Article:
# Seismological Research Letters

- © 2014 by the Seismological Society of America

*Online Material: *Figures of complete stress inversion results.

## INTRODUCTION

The estimation of the stress‐field orientation from focal mechanisms of earthquakes is a relevant tool to understand crustal mechanics and the physics of earthquakes. In global seismology, Formal Stress Inversion (FSI) is a well‐established technique to study tectonic processes associated with the occurrence of large earthquakes (e.g., Hardebeck and Michael, 2004; Yoshida *et al.*, 2012). Information on the stress‐field orientation is also relevant for the exploitation of hydrocarbon and geothermal reservoirs. Knowledge of the orientation of the maximum horizontal stress (*σ*_{Hmax}) is crucial for reservoir development, such as drilling and leakage risk assessment (Terakawa *et al.*, 2012; Martínez‐Garzón *et al.*, 2013). Additionally, the FSI technique may be useful for understanding the physics of rupture processes at a microscale in the frame of rock deformation experiments in the laboratory.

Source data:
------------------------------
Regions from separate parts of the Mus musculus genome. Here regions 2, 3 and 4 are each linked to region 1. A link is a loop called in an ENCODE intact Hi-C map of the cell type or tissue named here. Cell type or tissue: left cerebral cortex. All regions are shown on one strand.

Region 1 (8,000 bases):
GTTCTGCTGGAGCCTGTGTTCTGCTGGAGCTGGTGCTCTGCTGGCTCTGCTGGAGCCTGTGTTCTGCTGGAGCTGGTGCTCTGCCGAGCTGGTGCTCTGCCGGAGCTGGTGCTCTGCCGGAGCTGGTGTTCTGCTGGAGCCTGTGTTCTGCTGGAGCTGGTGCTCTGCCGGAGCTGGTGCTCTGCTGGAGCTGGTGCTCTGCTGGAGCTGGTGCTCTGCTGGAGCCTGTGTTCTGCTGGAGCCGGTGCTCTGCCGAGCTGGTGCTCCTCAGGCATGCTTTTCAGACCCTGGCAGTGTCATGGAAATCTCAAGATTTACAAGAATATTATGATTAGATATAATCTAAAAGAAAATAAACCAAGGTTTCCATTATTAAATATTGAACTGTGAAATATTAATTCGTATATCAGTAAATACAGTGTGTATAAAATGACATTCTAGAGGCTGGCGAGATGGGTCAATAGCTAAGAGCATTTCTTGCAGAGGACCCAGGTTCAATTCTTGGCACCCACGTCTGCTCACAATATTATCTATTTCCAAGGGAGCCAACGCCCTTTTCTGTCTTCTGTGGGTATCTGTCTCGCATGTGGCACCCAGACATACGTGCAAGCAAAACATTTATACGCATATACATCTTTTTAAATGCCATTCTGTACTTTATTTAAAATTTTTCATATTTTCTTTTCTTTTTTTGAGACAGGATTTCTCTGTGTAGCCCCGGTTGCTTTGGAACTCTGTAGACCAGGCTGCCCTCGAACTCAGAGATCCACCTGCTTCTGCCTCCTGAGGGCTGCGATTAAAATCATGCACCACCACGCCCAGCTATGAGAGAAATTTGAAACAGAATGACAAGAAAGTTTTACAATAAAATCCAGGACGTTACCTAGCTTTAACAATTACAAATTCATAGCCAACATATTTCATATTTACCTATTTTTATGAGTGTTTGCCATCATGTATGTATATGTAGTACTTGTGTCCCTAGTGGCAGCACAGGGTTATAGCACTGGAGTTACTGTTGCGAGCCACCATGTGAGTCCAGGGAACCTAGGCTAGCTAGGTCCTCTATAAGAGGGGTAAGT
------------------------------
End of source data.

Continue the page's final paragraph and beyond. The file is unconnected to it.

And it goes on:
In seismological practice, the stress tensor is obtained either from inverting earthquake focal mechanisms or directly from first‐motion polarities. Most of the developed FSI methods share two main assumptions:

The stress field is homogeneous within the considered rock volume.

The slip of the fault is parallel to the direction of the tangential traction (Wallace, 1951; Bott, 1959).